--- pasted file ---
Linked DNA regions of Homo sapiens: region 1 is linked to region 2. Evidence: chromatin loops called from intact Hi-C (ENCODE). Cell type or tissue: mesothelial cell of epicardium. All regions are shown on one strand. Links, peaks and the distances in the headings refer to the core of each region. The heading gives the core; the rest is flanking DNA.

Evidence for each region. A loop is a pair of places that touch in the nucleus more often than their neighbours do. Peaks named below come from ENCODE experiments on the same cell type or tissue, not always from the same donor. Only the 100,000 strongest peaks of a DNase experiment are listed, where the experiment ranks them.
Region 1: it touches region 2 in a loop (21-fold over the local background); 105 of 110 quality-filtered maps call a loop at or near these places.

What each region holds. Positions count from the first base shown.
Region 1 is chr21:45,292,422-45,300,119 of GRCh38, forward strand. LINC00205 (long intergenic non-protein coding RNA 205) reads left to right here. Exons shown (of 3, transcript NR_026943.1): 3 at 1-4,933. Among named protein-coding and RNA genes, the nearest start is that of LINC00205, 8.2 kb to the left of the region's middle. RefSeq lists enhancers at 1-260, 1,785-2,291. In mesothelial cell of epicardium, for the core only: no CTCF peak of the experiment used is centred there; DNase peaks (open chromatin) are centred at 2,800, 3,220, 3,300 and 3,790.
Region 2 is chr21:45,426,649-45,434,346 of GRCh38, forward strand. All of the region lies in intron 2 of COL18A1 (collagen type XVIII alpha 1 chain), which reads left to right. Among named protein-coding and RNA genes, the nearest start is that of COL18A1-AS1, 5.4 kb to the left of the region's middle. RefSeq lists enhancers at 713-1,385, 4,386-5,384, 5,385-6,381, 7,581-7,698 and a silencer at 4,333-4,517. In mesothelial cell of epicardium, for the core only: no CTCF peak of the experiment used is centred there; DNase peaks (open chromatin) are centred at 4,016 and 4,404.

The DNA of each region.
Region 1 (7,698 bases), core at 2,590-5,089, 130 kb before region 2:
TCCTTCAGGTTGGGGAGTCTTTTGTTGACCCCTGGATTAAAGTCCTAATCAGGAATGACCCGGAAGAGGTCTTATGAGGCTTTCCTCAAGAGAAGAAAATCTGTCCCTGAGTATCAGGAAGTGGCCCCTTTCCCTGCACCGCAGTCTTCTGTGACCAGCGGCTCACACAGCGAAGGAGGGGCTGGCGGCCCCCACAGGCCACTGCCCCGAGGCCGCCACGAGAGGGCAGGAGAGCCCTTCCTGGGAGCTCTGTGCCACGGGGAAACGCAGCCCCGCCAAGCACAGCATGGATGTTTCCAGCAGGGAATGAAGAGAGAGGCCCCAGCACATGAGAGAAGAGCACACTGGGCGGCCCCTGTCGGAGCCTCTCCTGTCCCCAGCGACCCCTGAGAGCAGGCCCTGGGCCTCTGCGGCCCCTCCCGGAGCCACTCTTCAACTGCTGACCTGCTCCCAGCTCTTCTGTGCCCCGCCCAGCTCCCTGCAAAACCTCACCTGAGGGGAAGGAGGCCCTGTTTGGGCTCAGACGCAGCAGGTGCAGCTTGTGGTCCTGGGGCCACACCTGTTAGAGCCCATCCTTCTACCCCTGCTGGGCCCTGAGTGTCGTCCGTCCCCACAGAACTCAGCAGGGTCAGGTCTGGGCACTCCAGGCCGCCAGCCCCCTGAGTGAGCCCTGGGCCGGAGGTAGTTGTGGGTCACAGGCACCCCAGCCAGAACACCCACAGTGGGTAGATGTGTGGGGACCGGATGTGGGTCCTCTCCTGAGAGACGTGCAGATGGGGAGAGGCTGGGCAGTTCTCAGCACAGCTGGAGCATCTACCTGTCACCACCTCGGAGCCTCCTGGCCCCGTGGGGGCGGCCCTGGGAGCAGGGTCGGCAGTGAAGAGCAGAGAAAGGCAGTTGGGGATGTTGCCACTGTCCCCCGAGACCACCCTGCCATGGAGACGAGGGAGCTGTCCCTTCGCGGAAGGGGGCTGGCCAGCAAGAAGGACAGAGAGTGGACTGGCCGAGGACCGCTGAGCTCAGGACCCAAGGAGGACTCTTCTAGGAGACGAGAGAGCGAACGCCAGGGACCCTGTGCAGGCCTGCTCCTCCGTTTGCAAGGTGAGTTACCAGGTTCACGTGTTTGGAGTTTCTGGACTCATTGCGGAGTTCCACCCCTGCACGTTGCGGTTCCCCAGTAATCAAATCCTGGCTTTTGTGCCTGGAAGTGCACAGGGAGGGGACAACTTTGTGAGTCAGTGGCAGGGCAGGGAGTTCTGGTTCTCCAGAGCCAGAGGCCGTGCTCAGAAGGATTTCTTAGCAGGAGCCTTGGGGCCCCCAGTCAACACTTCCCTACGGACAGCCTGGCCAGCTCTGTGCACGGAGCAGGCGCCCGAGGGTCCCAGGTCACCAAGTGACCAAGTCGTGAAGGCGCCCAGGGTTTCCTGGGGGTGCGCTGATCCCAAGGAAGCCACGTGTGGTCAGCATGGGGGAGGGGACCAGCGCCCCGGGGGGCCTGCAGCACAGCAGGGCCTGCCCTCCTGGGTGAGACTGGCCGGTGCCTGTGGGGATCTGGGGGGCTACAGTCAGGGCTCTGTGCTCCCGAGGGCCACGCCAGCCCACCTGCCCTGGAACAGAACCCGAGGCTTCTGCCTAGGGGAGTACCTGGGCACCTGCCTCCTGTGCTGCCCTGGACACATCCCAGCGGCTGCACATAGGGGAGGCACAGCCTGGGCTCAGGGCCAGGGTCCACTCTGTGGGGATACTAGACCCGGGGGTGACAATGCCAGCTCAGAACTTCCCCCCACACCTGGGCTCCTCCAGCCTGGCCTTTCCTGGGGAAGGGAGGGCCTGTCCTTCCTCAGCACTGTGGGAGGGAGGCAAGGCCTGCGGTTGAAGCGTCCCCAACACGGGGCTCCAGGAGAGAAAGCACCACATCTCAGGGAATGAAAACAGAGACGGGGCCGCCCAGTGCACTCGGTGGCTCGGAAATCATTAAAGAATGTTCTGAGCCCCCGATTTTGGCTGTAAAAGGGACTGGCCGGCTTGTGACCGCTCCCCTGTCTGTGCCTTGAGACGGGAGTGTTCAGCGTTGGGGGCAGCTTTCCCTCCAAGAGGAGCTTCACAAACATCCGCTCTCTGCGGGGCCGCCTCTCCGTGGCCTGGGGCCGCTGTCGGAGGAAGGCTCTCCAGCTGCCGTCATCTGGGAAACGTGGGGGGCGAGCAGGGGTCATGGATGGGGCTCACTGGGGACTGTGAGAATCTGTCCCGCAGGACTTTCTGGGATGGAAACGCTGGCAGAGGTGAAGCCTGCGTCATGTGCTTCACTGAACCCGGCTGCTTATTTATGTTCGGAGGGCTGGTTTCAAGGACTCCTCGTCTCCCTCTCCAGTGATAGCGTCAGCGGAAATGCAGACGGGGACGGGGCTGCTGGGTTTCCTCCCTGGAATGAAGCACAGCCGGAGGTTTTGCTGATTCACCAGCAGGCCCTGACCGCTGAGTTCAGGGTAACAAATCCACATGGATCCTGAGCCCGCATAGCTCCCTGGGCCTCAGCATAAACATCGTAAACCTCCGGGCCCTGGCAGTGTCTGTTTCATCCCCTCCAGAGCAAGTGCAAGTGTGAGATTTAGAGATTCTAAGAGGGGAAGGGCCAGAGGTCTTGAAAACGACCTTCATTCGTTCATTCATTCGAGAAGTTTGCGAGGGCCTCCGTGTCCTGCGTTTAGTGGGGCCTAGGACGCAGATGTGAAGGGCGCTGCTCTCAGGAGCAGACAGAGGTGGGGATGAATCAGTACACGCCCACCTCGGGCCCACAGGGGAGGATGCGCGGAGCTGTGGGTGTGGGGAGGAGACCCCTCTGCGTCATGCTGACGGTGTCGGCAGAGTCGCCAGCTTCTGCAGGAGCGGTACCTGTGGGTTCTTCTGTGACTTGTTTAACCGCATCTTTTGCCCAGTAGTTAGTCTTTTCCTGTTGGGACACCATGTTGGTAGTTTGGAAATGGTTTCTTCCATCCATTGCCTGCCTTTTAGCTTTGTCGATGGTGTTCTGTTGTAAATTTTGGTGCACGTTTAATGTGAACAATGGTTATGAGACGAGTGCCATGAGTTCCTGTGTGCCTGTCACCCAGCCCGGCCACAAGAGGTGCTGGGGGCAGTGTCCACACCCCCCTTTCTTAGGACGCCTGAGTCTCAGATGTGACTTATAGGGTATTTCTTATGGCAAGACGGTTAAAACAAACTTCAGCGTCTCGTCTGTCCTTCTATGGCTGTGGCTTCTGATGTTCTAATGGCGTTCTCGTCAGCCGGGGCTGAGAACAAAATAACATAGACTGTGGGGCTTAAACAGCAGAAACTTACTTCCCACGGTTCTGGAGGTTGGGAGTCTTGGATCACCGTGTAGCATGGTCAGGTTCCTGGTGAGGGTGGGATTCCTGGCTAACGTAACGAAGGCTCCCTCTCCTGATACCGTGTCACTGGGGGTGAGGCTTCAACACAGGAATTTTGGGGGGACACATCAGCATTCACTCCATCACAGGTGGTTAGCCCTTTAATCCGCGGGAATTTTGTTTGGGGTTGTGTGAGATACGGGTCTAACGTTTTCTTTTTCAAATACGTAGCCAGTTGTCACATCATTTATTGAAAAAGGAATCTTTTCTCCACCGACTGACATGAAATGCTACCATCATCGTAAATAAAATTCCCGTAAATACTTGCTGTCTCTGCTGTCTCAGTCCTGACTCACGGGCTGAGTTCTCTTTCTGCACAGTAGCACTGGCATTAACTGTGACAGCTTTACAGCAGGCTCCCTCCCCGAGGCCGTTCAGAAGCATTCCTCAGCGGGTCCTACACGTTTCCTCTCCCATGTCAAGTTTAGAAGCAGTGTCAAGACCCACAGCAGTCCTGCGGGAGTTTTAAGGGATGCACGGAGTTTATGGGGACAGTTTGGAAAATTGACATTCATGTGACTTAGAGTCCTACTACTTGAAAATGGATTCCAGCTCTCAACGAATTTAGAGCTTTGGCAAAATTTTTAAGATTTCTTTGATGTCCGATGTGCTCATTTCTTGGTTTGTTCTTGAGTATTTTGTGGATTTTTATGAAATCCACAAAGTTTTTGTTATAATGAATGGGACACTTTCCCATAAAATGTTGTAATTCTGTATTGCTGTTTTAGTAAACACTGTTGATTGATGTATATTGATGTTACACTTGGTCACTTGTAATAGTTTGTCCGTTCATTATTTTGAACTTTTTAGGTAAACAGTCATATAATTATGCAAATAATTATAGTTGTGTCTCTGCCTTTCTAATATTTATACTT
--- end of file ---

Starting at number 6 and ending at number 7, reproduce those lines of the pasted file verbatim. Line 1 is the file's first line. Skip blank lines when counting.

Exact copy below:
Region 2 is chr21:45,426,649-45,434,346 of GRCh38, forward strand. All of the region lies in intron 2 of COL18A1 (collagen type XVIII alpha 1 chain), which reads left to right. Among named protein-coding and RNA genes, the nearest start is that of COL18A1-AS1, 5.4 kb to the left of the region's middle. RefSeq lists enhancers at 713-1,385, 4,386-5,384, 5,385-6,381, 7,581-7,698 and a silencer at 4,333-4,517. In mesothelial cell of epicardium, for the core only: no CTCF peak of the experiment used is centred there; DNase peaks (open chromatin) are centred at 4,016 and 4,404.

The DNA of each region.